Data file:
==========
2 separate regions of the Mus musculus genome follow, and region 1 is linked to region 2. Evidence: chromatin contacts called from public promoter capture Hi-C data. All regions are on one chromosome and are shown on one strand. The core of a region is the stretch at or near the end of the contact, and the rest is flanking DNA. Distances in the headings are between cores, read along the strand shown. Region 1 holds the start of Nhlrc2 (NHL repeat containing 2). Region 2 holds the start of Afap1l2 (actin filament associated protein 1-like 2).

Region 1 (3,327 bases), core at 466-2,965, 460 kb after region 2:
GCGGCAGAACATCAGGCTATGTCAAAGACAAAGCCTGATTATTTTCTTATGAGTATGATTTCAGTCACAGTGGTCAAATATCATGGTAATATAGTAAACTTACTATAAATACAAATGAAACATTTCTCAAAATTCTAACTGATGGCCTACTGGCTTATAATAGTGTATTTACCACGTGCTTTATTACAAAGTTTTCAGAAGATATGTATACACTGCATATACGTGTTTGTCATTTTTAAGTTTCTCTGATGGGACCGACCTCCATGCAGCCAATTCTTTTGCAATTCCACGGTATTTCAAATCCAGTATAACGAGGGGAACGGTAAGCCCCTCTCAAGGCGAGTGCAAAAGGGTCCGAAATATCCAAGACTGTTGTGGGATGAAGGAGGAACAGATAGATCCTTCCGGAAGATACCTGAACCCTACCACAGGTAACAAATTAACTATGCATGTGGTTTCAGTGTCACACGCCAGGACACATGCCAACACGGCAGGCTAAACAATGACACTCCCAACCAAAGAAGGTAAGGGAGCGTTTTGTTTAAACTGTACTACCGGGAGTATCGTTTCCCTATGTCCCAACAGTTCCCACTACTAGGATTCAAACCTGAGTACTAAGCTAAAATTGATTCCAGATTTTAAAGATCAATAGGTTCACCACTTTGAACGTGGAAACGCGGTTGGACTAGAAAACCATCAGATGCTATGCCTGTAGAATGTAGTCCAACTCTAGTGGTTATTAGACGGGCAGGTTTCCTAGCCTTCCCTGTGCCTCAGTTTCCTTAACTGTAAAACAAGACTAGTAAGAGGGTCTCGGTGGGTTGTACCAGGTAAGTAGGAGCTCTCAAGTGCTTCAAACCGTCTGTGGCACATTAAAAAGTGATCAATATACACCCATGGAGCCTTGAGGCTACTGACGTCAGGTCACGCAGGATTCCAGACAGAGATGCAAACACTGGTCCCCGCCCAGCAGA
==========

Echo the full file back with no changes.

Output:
2 separate regions of the Mus musculus genome follow, and region 1 is linked to region 2. Evidence: chromatin contacts called from public promoter capture Hi-C data. All regions are on one chromosome and are shown on one strand. The core of a region is the stretch at or near the end of the contact, and the rest is flanking DNA. Distances in the headings are between cores, read along the strand shown. Region 1 holds the start of Nhlrc2 (NHL repeat containing 2). Region 2 holds the start of Afap1l2 (actin filament associated protein 1-like 2).

Region 1 (3,327 bases), core at 466-2,965, 460 kb after region 2:
GCGGCAGAACATCAGGCTATGTCAAAGACAAAGCCTGATTATTTTCTTATGAGTATGATTTCAGTCACAGTGGTCAAATATCATGGTAATATAGTAAACTTACTATAAATACAAATGAAACATTTCTCAAAATTCTAACTGATGGCCTACTGGCTTATAATAGTGTATTTACCACGTGCTTTATTACAAAGTTTTCAGAAGATATGTATACACTGCATATACGTGTTTGTCATTTTTAAGTTTCTCTGATGGGACCGACCTCCATGCAGCCAATTCTTTTGCAATTCCACGGTATTTCAAATCCAGTATAACGAGGGGAACGGTAAGCCCCTCTCAAGGCGAGTGCAAAAGGGTCCGAAATATCCAAGACTGTTGTGGGATGAAGGAGGAACAGATAGATCCTTCCGGAAGATACCTGAACCCTACCACAGGTAACAAATTAACTATGCATGTGGTTTCAGTGTCACACGCCAGGACACATGCCAACACGGCAGGCTAAACAATGACACTCCCAACCAAAGAAGGTAAGGGAGCGTTTTGTTTAAACTGTACTACCGGGAGTATCGTTTCCCTATGTCCCAACAGTTCCCACTACTAGGATTCAAACCTGAGTACTAAGCTAAAATTGATTCCAGATTTTAAAGATCAATAGGTTCACCACTTTGAACGTGGAAACGCGGTTGGACTAGAAAACCATCAGATGCTATGCCTGTAGAATGTAGTCCAACTCTAGTGGTTATTAGACGGGCAGGTTTCCTAGCCTTCCCTGTGCCTCAGTTTCCTTAACTGTAAAACAAGACTAGTAAGAGGGTCTCGGTGGGTTGTACCAGGTAAGTAGGAGCTCTCAAGTGCTTCAAACCGTCTGTGGCACATTAAAAAGTGATCAATATACACCCATGGAGCCTTGAGGCTACTGACGTCAGGTCACGCAGGATTCCAGACAGAGATGCAAACACTGGTCCCCGCCCAGCAGA